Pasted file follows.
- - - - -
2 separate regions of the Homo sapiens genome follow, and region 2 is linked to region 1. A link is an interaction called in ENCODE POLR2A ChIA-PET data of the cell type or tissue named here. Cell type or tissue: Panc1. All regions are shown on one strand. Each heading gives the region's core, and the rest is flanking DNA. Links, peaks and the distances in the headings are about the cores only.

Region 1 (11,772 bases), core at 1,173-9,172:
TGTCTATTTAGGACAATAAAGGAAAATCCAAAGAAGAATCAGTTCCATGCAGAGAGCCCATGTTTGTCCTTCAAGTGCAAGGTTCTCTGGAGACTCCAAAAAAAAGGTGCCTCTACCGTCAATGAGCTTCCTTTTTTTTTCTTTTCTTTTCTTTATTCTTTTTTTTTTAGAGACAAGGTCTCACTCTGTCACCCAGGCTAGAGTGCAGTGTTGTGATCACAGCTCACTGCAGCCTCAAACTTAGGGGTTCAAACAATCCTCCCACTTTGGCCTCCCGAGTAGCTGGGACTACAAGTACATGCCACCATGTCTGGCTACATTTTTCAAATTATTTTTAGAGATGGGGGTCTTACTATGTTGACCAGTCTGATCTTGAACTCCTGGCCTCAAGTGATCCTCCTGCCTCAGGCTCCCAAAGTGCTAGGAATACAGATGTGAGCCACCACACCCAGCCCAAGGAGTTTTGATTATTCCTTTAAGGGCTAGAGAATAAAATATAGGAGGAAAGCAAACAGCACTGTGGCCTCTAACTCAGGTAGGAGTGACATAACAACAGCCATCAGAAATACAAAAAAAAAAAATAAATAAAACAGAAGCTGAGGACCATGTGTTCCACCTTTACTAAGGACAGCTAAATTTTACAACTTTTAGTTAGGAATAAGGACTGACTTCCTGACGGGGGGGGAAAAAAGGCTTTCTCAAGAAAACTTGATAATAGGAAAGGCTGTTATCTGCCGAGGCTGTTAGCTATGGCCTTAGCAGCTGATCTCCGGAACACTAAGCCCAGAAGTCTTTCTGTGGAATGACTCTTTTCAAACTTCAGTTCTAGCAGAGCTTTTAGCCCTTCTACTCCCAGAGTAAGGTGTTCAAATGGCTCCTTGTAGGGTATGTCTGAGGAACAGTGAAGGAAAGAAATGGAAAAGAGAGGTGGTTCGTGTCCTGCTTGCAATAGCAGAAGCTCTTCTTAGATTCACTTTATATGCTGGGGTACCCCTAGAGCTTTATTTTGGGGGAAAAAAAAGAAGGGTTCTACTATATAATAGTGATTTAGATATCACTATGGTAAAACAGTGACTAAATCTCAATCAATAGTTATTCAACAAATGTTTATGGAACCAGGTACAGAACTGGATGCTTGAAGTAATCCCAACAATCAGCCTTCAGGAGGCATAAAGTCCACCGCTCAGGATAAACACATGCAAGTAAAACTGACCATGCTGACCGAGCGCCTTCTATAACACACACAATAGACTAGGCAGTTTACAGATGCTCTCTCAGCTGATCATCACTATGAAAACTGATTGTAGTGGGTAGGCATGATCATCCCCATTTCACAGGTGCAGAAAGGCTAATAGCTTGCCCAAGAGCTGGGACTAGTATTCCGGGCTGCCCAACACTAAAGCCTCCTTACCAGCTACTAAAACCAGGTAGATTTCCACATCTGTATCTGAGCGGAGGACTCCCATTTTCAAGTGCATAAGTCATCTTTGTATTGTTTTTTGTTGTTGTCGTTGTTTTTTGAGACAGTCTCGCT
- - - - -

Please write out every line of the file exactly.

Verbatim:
2 separate regions of the Homo sapiens genome follow, and region 2 is linked to region 1. A link is an interaction called in ENCODE POLR2A ChIA-PET data of the cell type or tissue named here. Cell type or tissue: Panc1. All regions are shown on one strand. Each heading gives the region's core, and the rest is flanking DNA. Links, peaks and the distances in the headings are about the cores only.

Region 1 (11,772 bases), core at 1,173-9,172:
TGTCTATTTAGGACAATAAAGGAAAATCCAAAGAAGAATCAGTTCCATGCAGAGAGCCCATGTTTGTCCTTCAAGTGCAAGGTTCTCTGGAGACTCCAAAAAAAAGGTGCCTCTACCGTCAATGAGCTTCCTTTTTTTTTCTTTTCTTTTCTTTATTCTTTTTTTTTTAGAGACAAGGTCTCACTCTGTCACCCAGGCTAGAGTGCAGTGTTGTGATCACAGCTCACTGCAGCCTCAAACTTAGGGGTTCAAACAATCCTCCCACTTTGGCCTCCCGAGTAGCTGGGACTACAAGTACATGCCACCATGTCTGGCTACATTTTTCAAATTATTTTTAGAGATGGGGGTCTTACTATGTTGACCAGTCTGATCTTGAACTCCTGGCCTCAAGTGATCCTCCTGCCTCAGGCTCCCAAAGTGCTAGGAATACAGATGTGAGCCACCACACCCAGCCCAAGGAGTTTTGATTATTCCTTTAAGGGCTAGAGAATAAAATATAGGAGGAAAGCAAACAGCACTGTGGCCTCTAACTCAGGTAGGAGTGACATAACAACAGCCATCAGAAATACAAAAAAAAAAAATAAATAAAACAGAAGCTGAGGACCATGTGTTCCACCTTTACTAAGGACAGCTAAATTTTACAACTTTTAGTTAGGAATAAGGACTGACTTCCTGACGGGGGGGGAAAAAAGGCTTTCTCAAGAAAACTTGATAATAGGAAAGGCTGTTATCTGCCGAGGCTGTTAGCTATGGCCTTAGCAGCTGATCTCCGGAACACTAAGCCCAGAAGTCTTTCTGTGGAATGACTCTTTTCAAACTTCAGTTCTAGCAGAGCTTTTAGCCCTTCTACTCCCAGAGTAAGGTGTTCAAATGGCTCCTTGTAGGGTATGTCTGAGGAACAGTGAAGGAAAGAAATGGAAAAGAGAGGTGGTTCGTGTCCTGCTTGCAATAGCAGAAGCTCTTCTTAGATTCACTTTATATGCTGGGGTACCCCTAGAGCTTTATTTTGGGGGAAAAAAAAGAAGGGTTCTACTATATAATAGTGATTTAGATATCACTATGGTAAAACAGTGACTAAATCTCAATCAATAGTTATTCAACAAATGTTTATGGAACCAGGTACAGAACTGGATGCTTGAAGTAATCCCAACAATCAGCCTTCAGGAGGCATAAAGTCCACCGCTCAGGATAAACACATGCAAGTAAAACTGACCATGCTGACCGAGCGCCTTCTATAACACACACAATAGACTAGGCAGTTTACAGATGCTCTCTCAGCTGATCATCACTATGAAAACTGATTGTAGTGGGTAGGCATGATCATCCCCATTTCACAGGTGCAGAAAGGCTAATAGCTTGCCCAAGAGCTGGGACTAGTATTCCGGGCTGCCCAACACTAAAGCCTCCTTACCAGCTACTAAAACCAGGTAGATTTCCACATCTGTATCTGAGCGGAGGACTCCCATTTTCAAGTGCATAAGTCATCTTTGTATTGTTTTTTGTTGTTGTCGTTGTTTTTTGAGACAGTCTCGCT